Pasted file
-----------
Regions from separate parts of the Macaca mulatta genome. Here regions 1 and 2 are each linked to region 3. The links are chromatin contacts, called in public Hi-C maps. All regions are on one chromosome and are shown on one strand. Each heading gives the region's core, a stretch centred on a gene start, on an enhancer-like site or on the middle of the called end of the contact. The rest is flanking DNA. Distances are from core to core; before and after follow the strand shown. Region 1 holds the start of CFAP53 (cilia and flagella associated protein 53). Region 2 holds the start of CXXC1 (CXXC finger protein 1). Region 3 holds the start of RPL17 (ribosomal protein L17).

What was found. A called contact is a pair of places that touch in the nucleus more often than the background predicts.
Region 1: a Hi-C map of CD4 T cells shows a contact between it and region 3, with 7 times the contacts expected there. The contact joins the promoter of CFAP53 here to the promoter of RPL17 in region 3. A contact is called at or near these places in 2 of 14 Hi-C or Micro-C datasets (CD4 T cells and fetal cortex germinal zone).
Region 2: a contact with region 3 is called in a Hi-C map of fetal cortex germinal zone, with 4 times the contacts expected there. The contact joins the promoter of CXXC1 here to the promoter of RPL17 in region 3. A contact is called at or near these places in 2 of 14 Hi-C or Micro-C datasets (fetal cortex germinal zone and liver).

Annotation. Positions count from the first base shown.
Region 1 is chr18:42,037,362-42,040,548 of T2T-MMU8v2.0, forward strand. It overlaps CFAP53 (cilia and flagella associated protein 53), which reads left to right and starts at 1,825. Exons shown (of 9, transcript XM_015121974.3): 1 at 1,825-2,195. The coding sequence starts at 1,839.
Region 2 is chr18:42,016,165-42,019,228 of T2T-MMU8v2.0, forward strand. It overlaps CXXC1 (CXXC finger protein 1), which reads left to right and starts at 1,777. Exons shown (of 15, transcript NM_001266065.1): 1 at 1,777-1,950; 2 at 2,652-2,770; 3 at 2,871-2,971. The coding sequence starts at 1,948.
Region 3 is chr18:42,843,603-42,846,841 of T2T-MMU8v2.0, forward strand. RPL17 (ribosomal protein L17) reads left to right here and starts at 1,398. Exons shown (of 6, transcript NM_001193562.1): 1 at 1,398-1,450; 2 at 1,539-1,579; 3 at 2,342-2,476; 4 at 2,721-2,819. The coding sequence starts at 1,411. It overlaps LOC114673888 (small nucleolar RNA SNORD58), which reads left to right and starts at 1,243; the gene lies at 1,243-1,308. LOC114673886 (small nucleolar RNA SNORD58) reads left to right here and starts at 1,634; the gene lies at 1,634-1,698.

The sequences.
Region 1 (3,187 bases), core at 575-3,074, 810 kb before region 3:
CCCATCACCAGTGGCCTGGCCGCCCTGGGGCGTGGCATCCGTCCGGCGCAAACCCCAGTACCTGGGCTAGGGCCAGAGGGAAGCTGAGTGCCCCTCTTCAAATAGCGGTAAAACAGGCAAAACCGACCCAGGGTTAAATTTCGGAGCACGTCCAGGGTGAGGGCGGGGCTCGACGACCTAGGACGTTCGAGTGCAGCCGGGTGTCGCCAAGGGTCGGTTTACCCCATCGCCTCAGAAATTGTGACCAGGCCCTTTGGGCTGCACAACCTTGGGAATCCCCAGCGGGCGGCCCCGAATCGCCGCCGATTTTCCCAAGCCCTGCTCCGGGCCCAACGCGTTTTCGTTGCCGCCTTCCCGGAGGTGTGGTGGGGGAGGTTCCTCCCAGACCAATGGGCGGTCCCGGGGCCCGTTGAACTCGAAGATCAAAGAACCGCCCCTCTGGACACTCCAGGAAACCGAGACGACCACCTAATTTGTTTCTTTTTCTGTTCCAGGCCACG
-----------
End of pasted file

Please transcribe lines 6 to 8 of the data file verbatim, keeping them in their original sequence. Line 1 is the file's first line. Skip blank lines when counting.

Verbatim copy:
Region 1 is chr18:42,037,362-42,040,548 of T2T-MMU8v2.0, forward strand. It overlaps CFAP53 (cilia and flagella associated protein 53), which reads left to right and starts at 1,825. Exons shown (of 9, transcript XM_015121974.3): 1 at 1,825-2,195. The coding sequence starts at 1,839.
Region 2 is chr18:42,016,165-42,019,228 of T2T-MMU8v2.0, forward strand. It overlaps CXXC1 (CXXC finger protein 1), which reads left to right and starts at 1,777. Exons shown (of 15, transcript NM_001266065.1): 1 at 1,777-1,950; 2 at 2,652-2,770; 3 at 2,871-2,971. The coding sequence starts at 1,948.
Region 3 is chr18:42,843,603-42,846,841 of T2T-MMU8v2.0, forward strand. RPL17 (ribosomal protein L17) reads left to right here and starts at 1,398. Exons shown (of 6, transcript NM_001193562.1): 1 at 1,398-1,450; 2 at 1,539-1,579; 3 at 2,342-2,476; 4 at 2,721-2,819. The coding sequence starts at 1,411. It overlaps LOC114673888 (small nucleolar RNA SNORD58), which reads left to right and starts at 1,243; the gene lies at 1,243-1,308. LOC114673886 (small nucleolar RNA SNORD58) reads left to right here and starts at 1,634; the gene lies at 1,634-1,698.